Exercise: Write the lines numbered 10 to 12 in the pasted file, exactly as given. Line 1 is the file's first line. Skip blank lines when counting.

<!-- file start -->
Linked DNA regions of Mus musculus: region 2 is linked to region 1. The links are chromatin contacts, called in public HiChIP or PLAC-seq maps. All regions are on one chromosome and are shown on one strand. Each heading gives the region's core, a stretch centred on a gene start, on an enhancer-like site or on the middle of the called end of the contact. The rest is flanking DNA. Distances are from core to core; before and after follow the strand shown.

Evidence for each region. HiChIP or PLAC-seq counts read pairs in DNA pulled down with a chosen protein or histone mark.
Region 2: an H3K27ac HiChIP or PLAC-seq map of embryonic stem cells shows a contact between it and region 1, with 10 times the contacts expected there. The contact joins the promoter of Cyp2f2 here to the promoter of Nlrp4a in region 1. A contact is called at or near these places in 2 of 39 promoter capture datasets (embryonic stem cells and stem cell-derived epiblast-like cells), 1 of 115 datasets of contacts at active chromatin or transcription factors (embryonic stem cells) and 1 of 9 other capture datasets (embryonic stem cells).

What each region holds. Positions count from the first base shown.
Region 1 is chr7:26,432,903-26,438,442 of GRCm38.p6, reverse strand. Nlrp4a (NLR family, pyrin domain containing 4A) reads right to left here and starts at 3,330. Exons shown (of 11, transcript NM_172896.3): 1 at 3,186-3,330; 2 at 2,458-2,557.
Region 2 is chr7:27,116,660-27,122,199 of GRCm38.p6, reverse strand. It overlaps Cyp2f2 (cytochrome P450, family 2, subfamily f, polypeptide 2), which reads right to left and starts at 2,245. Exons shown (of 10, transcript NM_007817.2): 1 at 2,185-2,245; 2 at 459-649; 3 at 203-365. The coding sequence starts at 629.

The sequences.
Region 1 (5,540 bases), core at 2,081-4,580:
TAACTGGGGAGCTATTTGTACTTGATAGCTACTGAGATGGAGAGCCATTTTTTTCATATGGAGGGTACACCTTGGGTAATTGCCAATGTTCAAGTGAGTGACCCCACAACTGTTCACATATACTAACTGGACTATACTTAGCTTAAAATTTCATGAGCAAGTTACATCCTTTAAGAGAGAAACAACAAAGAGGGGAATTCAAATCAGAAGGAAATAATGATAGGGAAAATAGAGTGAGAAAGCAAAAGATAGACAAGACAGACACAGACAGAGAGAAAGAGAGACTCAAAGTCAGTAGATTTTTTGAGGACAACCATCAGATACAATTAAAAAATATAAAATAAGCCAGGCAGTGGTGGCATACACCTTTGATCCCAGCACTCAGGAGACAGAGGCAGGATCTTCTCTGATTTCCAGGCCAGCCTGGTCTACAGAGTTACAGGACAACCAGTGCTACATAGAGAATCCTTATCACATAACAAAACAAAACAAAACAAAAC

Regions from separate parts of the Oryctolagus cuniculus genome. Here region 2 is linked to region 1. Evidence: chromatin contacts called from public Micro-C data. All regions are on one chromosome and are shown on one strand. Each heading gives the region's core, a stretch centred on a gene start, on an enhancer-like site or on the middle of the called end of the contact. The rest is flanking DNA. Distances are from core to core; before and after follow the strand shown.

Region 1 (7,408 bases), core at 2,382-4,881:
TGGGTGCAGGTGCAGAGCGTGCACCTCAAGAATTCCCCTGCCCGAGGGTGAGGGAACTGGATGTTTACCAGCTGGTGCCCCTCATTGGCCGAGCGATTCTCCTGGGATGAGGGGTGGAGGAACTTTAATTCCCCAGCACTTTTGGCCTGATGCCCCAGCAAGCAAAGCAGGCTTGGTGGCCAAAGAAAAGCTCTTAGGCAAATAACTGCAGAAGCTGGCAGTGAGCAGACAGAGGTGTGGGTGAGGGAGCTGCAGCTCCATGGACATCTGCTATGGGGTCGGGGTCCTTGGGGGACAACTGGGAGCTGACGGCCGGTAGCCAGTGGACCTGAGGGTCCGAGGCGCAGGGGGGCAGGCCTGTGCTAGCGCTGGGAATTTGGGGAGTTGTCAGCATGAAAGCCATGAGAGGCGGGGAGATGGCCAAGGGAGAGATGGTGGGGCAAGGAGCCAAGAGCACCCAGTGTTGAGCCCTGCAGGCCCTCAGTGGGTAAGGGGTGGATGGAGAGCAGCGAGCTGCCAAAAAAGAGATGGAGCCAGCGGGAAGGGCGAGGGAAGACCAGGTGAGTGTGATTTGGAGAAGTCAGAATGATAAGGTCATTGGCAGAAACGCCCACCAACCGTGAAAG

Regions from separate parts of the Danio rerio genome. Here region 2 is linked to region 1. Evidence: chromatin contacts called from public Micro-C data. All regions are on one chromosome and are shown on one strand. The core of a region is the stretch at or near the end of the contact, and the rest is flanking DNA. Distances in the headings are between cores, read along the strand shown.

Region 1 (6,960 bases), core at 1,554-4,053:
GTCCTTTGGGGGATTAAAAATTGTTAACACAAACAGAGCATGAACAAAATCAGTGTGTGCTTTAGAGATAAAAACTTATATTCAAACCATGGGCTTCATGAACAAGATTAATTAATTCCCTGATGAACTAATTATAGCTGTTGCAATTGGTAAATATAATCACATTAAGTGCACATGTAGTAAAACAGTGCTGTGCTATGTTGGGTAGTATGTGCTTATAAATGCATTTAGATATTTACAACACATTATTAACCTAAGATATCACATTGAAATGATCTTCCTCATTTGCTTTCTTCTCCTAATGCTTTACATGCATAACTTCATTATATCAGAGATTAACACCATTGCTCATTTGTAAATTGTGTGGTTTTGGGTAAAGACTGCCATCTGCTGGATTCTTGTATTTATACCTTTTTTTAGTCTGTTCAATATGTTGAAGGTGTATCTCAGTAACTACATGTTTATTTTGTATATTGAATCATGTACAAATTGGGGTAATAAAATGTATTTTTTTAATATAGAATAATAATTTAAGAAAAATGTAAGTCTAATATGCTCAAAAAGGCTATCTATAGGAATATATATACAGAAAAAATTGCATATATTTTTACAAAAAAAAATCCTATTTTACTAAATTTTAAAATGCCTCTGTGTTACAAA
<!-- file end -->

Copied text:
Regions from separate parts of the Oryctolagus cuniculus genome. Here region 2 is linked to region 1. Evidence: chromatin contacts called from public Micro-C data. All regions are on one chromosome and are shown on one strand. Each heading gives the region's core, a stretch centred on a gene start, on an enhancer-like site or on the middle of the called end of the contact. The rest is flanking DNA. Distances are from core to core; before and after follow the strand shown.

Region 1 (7,408 bases), core at 2,382-4,881:
TGGGTGCAGGTGCAGAGCGTGCACCTCAAGAATTCCCCTGCCCGAGGGTGAGGGAACTGGATGTTTACCAGCTGGTGCCCCTCATTGGCCGAGCGATTCTCCTGGGATGAGGGGTGGAGGAACTTTAATTCCCCAGCACTTTTGGCCTGATGCCCCAGCAAGCAAAGCAGGCTTGGTGGCCAAAGAAAAGCTCTTAGGCAAATAACTGCAGAAGCTGGCAGTGAGCAGACAGAGGTGTGGGTGAGGGAGCTGCAGCTCCATGGACATCTGCTATGGGGTCGGGGTCCTTGGGGGACAACTGGGAGCTGACGGCCGGTAGCCAGTGGACCTGAGGGTCCGAGGCGCAGGGGGGCAGGCCTGTGCTAGCGCTGGGAATTTGGGGAGTTGTCAGCATGAAAGCCATGAGAGGCGGGGAGATGGCCAAGGGAGAGATGGTGGGGCAAGGAGCCAAGAGCACCCAGTGTTGAGCCCTGCAGGCCCTCAGTGGGTAAGGGGTGGATGGAGAGCAGCGAGCTGCCAAAAAAGAGATGGAGCCAGCGGGAAGGGCGAGGGAAGACCAGGTGAGTGTGATTTGGAGAAGTCAGAATGATAAGGTCATTGGCAGAAACGCCCACCAACCGTGAAAG